“The following article is an account of one of our club’s scholars who is now gainfully employed and has also become a model to her students where she is now teaching.”
In big cities like Metro Manila, education financing is one of the known center stage “struggles” faced by families from minority backgrounds. Over the past decade, there has long been a need to increase government spending on education—an important strategy to guarantee the long-term development of the country. Anyone who has attended college would aver that it is to one’s own advantage to make the best of a college degree—to become productive members of the workforce, and ultimately, become paramount instruments for social change and development.
Our rented home for more than twenty years would bear witness to how our family of four kept our heads above water to “invest” in education—yes, education is an investment! My mother is an employee in a private company from which our family gets the meager income that supports our needs. To make ends meet, my father ventured into food businesses but went bust due to financial predicaments. Although hardworking, my parents could hardly meet my mounting education needs—much like it was throughout my primary and secondary years despite having an academic scholarship in a private school.
College life comes with its share of challenges. Still, I could not get away with tuition and miscellaneous fees even if I was attending a state university where tuition is partially subsidized (which is now free under the Free Higher Education Law). For some, these may not be a concern; alas, not for me who eke out every cent of my allowance just enough to cover the costs of my academic requirements on top of having to commute to school every day. These were seemingly uncertain times, especially so with two college students in our family at the time.
Following government reforms, it is equally important to zero in on the efforts that non-government organizations put in place to bridge the gaps in our education sector. I have long been acutely aware of Rotary Club of Pasay Millenium, and it was actually in my first year of college that I was identified to be one among the many beneficiaries of its Scholarship Program. With the monthly stipend I received, I was able to save enough to pay for my student loan and other school expenses. At this point, I finally came to terms with the idea that I had every reason not to slack off from schooling.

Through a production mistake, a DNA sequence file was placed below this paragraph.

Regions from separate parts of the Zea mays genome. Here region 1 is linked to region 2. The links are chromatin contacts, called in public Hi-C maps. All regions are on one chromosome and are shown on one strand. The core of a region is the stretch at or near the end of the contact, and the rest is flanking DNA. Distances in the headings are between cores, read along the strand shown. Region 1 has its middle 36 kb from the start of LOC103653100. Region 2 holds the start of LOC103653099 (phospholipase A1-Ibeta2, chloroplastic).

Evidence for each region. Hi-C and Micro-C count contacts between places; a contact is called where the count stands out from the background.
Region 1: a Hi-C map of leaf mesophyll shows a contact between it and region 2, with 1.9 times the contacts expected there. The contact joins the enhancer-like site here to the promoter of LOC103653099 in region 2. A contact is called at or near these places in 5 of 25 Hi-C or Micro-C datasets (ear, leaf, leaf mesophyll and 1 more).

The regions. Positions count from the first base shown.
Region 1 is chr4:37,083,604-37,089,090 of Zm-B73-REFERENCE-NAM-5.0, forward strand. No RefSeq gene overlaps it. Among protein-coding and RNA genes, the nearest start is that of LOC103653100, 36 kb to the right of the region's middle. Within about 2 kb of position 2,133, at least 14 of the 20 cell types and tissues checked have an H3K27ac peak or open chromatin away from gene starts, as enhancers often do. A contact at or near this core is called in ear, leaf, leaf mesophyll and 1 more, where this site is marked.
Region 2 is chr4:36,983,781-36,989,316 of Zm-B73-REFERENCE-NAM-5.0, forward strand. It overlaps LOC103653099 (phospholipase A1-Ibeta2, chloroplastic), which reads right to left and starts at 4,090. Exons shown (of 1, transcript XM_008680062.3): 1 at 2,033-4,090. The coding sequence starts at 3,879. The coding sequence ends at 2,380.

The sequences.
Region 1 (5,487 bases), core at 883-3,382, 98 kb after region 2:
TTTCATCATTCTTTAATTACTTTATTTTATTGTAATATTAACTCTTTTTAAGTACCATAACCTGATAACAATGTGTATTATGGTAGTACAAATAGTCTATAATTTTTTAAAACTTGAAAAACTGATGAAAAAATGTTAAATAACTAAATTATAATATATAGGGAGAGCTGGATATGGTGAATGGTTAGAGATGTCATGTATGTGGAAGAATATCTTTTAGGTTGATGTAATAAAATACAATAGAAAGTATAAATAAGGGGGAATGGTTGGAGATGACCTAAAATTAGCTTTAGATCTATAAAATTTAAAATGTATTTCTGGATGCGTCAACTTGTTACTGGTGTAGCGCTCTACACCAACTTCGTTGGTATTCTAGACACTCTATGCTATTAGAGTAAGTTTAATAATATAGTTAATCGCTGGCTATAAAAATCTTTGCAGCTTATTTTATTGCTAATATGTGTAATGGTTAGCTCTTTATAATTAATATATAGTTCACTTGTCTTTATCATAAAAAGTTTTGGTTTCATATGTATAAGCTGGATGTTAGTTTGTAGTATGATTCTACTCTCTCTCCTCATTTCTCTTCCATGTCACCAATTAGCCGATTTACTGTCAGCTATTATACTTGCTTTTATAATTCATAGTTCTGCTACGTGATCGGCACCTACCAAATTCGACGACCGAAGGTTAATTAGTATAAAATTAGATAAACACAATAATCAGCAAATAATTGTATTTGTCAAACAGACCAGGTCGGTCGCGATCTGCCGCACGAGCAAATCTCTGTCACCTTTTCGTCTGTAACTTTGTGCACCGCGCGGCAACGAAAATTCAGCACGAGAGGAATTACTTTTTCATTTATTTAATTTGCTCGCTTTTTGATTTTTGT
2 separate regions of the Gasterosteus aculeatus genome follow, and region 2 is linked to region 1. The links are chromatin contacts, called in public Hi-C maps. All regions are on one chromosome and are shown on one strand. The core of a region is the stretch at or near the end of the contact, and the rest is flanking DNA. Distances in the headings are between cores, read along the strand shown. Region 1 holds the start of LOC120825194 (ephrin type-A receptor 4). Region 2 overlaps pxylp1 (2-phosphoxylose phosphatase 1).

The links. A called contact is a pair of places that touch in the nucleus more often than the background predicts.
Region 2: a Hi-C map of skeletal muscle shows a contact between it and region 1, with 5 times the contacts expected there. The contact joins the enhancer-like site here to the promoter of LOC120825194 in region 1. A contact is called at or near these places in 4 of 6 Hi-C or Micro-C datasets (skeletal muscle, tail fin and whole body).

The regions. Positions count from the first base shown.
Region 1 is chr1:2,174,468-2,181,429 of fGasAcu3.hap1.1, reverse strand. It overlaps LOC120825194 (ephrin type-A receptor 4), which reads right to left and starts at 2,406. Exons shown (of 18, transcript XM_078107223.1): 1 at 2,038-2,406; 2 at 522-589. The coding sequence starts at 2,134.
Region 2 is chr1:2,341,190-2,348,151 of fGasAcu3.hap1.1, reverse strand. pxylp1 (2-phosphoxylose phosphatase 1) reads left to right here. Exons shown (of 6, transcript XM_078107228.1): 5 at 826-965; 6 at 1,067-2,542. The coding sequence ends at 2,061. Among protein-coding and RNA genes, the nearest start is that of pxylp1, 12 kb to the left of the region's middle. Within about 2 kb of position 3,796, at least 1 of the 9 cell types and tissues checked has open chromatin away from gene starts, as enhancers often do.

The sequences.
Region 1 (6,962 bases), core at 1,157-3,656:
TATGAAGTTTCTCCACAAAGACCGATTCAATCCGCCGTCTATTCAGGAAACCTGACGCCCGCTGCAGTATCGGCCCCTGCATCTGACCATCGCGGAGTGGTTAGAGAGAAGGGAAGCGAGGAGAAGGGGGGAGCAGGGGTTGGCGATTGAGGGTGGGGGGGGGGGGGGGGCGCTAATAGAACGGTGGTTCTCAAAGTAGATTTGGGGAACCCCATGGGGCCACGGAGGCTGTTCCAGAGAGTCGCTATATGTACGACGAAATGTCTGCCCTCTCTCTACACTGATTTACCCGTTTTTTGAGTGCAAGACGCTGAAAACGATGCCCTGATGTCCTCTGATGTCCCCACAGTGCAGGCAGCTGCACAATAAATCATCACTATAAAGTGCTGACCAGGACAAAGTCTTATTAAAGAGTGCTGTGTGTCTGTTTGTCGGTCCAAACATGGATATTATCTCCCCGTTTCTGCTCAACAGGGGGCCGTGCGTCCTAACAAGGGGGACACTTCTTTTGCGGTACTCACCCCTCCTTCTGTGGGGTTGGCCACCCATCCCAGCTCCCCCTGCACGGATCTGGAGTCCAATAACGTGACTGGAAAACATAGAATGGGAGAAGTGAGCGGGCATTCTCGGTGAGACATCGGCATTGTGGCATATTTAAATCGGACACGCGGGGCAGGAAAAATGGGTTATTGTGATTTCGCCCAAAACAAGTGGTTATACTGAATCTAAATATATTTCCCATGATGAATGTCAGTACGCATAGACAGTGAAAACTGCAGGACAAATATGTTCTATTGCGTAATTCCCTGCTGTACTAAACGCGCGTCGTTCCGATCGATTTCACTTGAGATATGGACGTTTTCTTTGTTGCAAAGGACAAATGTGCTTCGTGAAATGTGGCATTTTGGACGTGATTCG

I worked my way up to graduating from college six years ago. And it is an understatement to say that it was a pleasure to be part of the program because it did more than just solicitously provide the so-called “financial assistance” I once needed. I have taken a new meaning in this experience as much as now that I am part of an agency that capitalizes on the future of the youth by offering financial assistance to students in a bid to equitize access to tertiary education.
Years have passed, but still, gratitude above all is what I have for Rotary Club of Pasay Millenium. It has truly lived to its vision and is still on the rise in bringing back students—teeming with passion and perseverance—in the fold of education. It comes as no surprise that in this time of pandemic, Rotary continues to improve its efforts to assure the youth of the vital role of education through its scholarship initiatives—a message that conveys how learning is not meant to be time-bound, so are the efforts to continuously support our underprivileged yet excellent students in however ways possible.
Degree Program: Bachelor in Secondary Education major in Math, minor in Physics
University of the Philippines
CP Blyth Fielding